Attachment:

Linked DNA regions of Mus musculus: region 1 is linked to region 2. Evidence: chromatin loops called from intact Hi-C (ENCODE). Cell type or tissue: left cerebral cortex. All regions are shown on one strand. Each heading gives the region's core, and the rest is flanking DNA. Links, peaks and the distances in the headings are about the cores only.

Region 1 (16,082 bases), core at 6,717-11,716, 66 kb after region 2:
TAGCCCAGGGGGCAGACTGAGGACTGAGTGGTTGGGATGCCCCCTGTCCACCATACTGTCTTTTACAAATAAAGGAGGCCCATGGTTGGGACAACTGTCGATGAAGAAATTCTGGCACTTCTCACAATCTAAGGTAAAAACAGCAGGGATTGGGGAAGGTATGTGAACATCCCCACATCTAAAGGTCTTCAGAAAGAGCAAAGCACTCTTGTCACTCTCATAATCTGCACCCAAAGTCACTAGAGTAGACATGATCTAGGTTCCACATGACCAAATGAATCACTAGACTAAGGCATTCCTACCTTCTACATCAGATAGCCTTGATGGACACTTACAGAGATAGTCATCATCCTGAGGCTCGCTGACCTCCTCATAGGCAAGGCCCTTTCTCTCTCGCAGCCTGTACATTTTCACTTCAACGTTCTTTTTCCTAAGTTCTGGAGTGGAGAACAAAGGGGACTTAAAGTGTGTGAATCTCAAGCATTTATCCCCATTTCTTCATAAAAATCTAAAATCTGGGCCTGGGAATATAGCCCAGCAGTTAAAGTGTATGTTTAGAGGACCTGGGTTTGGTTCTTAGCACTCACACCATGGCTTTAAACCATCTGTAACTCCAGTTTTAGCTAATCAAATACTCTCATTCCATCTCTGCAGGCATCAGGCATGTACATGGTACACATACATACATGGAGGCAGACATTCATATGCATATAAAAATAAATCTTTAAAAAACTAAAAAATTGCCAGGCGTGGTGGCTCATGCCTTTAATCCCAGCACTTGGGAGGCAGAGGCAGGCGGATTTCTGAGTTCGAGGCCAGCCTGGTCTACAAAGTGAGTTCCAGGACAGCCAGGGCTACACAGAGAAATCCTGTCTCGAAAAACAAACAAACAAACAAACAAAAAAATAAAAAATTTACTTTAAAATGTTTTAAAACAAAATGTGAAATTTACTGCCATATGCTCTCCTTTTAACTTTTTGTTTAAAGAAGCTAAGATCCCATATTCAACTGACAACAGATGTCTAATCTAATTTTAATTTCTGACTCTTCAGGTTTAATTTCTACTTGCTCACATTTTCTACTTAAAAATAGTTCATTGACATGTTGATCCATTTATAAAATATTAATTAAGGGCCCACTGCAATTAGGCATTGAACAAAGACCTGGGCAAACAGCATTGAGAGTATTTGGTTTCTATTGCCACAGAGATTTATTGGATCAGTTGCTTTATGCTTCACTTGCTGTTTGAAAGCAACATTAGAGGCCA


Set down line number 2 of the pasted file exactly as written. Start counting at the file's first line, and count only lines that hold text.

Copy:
Region 1 (16,082 bases), core at 6,717-11,716, 66 kb after region 2: